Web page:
Data loss - The Insider Threat
- 13 August, 2014 08:08
Data loss happens, and most of it is deliberate though not malicious, Clearswift’s head of marketing strategy Kevin Bailey told a round-table session at Technology in Government 2014.
While some delegates said their organisations were using mobile device management (MDM), they noted that executive users prefer to use native apps, and one said the “executive fleet” - which tends to contain more sensitive information - was not secured because the executives do not want the restrictions imposed by MDM.
Other measures taken or being considered by delegates’ organisations to avoid data leakage include codes of conduct, requirements that all information has to be classified before sending and then treated in accordance with that classification, automatic classification based on content, and email filters designed to detect particular types of data (an easily understood example is a tax file number).
USB storage devices provide an easy way of removing bulk data. Mr Bailey mentioned an incident in Japan where an employee copied a huge number of records onto their mobile phone and then sold the data - and he then pointed out that one of his cufflinks was a USB drive and the other was a Wi-Fi dongle. “I can walk in with anything,” he said, noting that people may have malicious intent or they might only want to take ‘their’ information with them when they leave the organisation.
Delegates said there doesn’t seem to be a whole of government policy regarding this aspect of security, although some organisations do take a risk-based approach. In some cases, biometric USB drives are mandated when the data is PROTECTED, but this addresses the issue of use of lost or stolen devices, not the deliberate removal of information.
According to Mr Bailey, three-quarters of data breaches are internal, and are primarily down to “innocent insiders.” Part of the problem, according to one delegate, is that systems within that organisation are so inconvenient that people tend to work around them, providing opportunities for malicious or incremental leakage. “There’s a level of innocence,” the delegate said, observing that people don’t know that they should not be following these unauthorised practices. Another delegate agreed, citing an example where an executive was forwarding all emails to a Hotmail account.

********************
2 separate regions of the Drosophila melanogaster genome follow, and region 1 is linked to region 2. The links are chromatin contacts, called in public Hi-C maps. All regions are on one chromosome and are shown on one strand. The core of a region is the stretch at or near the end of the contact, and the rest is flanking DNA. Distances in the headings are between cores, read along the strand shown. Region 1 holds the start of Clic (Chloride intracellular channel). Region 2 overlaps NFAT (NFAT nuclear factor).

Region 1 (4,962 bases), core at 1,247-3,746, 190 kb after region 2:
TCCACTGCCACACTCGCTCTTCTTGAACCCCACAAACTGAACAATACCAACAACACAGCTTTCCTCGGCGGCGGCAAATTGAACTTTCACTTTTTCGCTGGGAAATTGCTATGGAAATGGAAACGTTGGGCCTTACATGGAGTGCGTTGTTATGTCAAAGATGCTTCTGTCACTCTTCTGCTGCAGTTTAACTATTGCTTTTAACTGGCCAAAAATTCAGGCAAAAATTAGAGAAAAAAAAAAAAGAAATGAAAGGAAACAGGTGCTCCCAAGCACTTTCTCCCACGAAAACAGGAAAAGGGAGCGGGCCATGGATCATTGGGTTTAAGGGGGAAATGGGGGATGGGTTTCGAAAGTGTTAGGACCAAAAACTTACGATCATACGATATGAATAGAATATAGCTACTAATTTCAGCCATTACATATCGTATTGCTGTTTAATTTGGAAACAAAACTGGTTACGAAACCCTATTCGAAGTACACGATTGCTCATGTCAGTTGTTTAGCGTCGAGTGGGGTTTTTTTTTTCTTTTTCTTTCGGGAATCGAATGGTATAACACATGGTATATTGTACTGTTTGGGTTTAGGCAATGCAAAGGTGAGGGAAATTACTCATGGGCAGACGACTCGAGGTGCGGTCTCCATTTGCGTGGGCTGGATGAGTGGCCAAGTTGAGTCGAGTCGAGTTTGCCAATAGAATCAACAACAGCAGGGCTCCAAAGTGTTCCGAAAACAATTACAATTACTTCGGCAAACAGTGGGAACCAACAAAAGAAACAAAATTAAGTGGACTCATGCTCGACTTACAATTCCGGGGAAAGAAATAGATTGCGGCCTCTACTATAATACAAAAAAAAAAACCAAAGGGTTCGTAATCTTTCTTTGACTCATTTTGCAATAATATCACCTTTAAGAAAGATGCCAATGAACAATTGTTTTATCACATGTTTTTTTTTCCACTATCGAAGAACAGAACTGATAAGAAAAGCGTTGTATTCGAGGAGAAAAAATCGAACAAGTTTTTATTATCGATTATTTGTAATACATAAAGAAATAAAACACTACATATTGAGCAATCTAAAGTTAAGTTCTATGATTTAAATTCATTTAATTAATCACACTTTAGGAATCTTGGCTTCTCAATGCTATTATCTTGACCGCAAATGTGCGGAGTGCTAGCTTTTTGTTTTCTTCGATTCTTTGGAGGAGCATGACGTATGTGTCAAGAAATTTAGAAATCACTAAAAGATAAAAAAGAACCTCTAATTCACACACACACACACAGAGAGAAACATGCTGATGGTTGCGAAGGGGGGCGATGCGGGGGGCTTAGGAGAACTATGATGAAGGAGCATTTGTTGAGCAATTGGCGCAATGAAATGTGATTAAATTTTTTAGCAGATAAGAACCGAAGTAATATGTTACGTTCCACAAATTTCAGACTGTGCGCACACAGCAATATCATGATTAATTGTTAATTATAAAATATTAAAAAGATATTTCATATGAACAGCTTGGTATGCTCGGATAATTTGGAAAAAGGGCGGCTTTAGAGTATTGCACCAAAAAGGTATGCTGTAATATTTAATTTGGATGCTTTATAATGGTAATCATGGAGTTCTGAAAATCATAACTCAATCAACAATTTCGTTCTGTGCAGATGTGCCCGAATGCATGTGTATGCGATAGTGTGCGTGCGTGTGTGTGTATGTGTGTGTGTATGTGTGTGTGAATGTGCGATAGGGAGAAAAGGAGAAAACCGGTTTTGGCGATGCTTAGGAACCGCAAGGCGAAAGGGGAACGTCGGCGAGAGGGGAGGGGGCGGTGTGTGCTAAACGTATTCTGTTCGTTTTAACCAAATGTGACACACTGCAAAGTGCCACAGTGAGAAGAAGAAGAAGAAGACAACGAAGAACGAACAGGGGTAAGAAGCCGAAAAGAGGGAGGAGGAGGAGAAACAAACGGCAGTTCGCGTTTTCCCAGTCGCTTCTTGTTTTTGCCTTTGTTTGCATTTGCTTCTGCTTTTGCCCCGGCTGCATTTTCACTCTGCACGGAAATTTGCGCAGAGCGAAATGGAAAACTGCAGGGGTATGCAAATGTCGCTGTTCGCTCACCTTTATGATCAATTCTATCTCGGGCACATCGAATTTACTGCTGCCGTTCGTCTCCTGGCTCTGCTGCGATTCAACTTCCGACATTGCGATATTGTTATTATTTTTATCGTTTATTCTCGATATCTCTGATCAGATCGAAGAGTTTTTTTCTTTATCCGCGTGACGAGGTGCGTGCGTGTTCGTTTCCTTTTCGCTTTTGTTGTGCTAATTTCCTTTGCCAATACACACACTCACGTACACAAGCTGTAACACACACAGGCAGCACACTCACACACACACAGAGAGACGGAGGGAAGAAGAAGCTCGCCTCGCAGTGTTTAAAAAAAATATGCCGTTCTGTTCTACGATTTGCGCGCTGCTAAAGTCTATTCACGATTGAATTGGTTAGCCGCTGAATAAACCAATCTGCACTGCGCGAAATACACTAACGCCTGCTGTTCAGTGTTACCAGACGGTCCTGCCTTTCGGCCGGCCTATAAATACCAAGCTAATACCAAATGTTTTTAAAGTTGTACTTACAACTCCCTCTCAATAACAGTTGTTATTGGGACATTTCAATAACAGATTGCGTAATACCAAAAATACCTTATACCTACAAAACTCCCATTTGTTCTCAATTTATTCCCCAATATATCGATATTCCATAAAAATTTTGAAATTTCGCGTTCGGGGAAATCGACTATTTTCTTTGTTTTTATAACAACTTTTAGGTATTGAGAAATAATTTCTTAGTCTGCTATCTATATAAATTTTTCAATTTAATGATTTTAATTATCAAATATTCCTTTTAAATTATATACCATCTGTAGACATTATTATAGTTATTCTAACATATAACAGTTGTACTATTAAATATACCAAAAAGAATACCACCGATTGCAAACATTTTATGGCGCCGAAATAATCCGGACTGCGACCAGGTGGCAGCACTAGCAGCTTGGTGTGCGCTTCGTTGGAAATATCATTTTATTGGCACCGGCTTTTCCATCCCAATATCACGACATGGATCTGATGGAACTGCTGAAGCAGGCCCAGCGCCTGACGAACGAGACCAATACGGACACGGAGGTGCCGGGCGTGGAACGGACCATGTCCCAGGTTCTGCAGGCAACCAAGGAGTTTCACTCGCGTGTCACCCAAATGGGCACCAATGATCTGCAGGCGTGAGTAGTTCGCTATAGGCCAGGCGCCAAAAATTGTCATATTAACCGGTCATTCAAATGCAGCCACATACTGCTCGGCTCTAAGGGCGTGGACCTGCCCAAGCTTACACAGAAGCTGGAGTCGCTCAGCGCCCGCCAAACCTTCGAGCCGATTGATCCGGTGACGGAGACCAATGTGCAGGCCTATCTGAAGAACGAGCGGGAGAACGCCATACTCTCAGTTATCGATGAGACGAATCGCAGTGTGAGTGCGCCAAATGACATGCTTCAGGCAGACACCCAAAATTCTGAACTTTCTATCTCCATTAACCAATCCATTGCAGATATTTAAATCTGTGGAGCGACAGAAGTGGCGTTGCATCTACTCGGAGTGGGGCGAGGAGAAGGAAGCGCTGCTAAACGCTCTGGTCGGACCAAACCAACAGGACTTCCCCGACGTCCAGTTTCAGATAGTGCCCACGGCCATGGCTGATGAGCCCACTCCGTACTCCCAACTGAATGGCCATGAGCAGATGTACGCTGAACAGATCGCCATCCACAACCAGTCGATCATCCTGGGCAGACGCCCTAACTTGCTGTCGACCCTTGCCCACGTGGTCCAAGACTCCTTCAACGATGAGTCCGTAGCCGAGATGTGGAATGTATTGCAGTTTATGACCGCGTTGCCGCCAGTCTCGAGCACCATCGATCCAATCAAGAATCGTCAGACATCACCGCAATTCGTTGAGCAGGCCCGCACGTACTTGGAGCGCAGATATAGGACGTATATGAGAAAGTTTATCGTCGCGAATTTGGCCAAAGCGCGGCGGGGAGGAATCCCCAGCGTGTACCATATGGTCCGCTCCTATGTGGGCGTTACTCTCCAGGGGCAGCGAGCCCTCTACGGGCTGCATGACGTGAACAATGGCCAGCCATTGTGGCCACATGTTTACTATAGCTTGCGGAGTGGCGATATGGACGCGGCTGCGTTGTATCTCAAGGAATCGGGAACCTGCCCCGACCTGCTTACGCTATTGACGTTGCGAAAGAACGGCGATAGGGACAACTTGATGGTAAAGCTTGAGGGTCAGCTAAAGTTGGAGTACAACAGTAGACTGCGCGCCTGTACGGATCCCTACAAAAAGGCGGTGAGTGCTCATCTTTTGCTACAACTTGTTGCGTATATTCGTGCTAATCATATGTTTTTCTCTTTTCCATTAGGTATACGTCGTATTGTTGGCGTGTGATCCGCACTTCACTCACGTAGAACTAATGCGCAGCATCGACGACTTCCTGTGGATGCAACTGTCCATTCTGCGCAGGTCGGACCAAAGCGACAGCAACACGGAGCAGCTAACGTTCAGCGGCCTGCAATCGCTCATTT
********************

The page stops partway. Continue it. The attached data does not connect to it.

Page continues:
“Is it just that someone wants to be particularly productive?” for example by working at home in the evening, wondered Mr Bailey. “Everyone’s got deadlines,” he said. Problems will occur where an organisation does not have the budget or headcount required for its mission, or in situations where somebody has to do 10 hours work in eight hours.
And where the activity is malicious, insiders - especially systems administrators - can hide their tracks to such an extent that nobody will notice unless it is a major breach, said a delegate.
On the subject of IT staff, delegates noted the importance of only allowing developers to deal with test data (not live data), and to deny developers access to systems once they have been handed over to operations. One pointed out the need to keep telling operations staff that “you can’t trust developers” - the problem is that colleagues tend to trust each other as that lubricates the ongoing working relationship. So a delegate recommended regular briefings to remind staff of the procedures and that they are there to protect employees: if the other person cannot satisfactorily explain why they are doing something, they should not be allowed to proceed. The individual might just be trying to be productive, but the risk is that the organisation is put into “a questionable state.”
This article is brought to you by Enex TestLab, content directors for CSO Australia.
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